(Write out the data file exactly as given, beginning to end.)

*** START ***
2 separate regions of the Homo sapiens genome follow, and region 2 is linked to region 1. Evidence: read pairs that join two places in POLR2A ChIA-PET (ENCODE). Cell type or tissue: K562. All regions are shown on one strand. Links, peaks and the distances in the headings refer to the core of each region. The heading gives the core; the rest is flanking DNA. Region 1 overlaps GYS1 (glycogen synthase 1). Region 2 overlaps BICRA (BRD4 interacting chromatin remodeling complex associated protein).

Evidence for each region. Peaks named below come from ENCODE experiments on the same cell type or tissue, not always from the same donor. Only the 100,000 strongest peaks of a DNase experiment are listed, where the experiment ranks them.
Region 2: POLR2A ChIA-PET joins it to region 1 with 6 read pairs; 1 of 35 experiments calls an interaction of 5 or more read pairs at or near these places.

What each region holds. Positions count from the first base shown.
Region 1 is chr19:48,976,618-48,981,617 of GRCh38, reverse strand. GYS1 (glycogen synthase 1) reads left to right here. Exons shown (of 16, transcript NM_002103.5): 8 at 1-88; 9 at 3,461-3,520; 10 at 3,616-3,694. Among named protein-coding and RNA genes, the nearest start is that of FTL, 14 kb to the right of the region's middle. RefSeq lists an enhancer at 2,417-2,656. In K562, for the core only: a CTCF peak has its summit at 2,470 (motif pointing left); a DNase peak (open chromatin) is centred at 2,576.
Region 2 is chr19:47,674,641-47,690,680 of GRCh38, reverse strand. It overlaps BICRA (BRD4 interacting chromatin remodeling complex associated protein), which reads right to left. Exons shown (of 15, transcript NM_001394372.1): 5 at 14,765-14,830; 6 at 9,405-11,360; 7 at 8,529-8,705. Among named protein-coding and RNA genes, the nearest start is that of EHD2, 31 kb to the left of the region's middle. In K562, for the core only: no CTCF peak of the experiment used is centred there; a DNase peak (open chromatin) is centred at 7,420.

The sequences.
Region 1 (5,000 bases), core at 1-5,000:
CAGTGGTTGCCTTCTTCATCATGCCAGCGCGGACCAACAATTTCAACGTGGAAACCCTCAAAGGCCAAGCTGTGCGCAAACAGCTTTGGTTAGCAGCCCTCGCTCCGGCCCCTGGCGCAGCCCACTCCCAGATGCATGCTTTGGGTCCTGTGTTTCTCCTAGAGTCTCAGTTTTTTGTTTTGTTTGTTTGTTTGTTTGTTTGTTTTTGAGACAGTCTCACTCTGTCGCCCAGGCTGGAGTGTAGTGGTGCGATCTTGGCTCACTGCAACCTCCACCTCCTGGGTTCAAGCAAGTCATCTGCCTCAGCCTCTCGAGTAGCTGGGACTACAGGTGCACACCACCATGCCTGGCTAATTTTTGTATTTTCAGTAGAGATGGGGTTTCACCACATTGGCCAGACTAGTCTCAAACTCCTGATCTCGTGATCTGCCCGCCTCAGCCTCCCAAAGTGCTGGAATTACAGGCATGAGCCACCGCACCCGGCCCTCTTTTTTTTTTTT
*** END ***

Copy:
2 separate regions of the Homo sapiens genome follow, and region 2 is linked to region 1. Evidence: read pairs that join two places in POLR2A ChIA-PET (ENCODE). Cell type or tissue: K562. All regions are shown on one strand. Links, peaks and the distances in the headings refer to the core of each region. The heading gives the core; the rest is flanking DNA. Region 1 overlaps GYS1 (glycogen synthase 1). Region 2 overlaps BICRA (BRD4 interacting chromatin remodeling complex associated protein).

Evidence for each region. Peaks named below come from ENCODE experiments on the same cell type or tissue, not always from the same donor. Only the 100,000 strongest peaks of a DNase experiment are listed, where the experiment ranks them.
Region 2: POLR2A ChIA-PET joins it to region 1 with 6 read pairs; 1 of 35 experiments calls an interaction of 5 or more read pairs at or near these places.

What each region holds. Positions count from the first base shown.
Region 1 is chr19:48,976,618-48,981,617 of GRCh38, reverse strand. GYS1 (glycogen synthase 1) reads left to right here. Exons shown (of 16, transcript NM_002103.5): 8 at 1-88; 9 at 3,461-3,520; 10 at 3,616-3,694. Among named protein-coding and RNA genes, the nearest start is that of FTL, 14 kb to the right of the region's middle. RefSeq lists an enhancer at 2,417-2,656. In K562, for the core only: a CTCF peak has its summit at 2,470 (motif pointing left); a DNase peak (open chromatin) is centred at 2,576.
Region 2 is chr19:47,674,641-47,690,680 of GRCh38, reverse strand. It overlaps BICRA (BRD4 interacting chromatin remodeling complex associated protein), which reads right to left. Exons shown (of 15, transcript NM_001394372.1): 5 at 14,765-14,830; 6 at 9,405-11,360; 7 at 8,529-8,705. Among named protein-coding and RNA genes, the nearest start is that of EHD2, 31 kb to the left of the region's middle. In K562, for the core only: no CTCF peak of the experiment used is centred there; a DNase peak (open chromatin) is centred at 7,420.

The sequences.
Region 1 (5,000 bases), core at 1-5,000:
CAGTGGTTGCCTTCTTCATCATGCCAGCGCGGACCAACAATTTCAACGTGGAAACCCTCAAAGGCCAAGCTGTGCGCAAACAGCTTTGGTTAGCAGCCCTCGCTCCGGCCCCTGGCGCAGCCCACTCCCAGATGCATGCTTTGGGTCCTGTGTTTCTCCTAGAGTCTCAGTTTTTTGTTTTGTTTGTTTGTTTGTTTGTTTGTTTTTGAGACAGTCTCACTCTGTCGCCCAGGCTGGAGTGTAGTGGTGCGATCTTGGCTCACTGCAACCTCCACCTCCTGGGTTCAAGCAAGTCATCTGCCTCAGCCTCTCGAGTAGCTGGGACTACAGGTGCACACCACCATGCCTGGCTAATTTTTGTATTTTCAGTAGAGATGGGGTTTCACCACATTGGCCAGACTAGTCTCAAACTCCTGATCTCGTGATCTGCCCGCCTCAGCCTCCCAAAGTGCTGGAATTACAGGCATGAGCCACCGCACCCGGCCCTCTTTTTTTTTTTT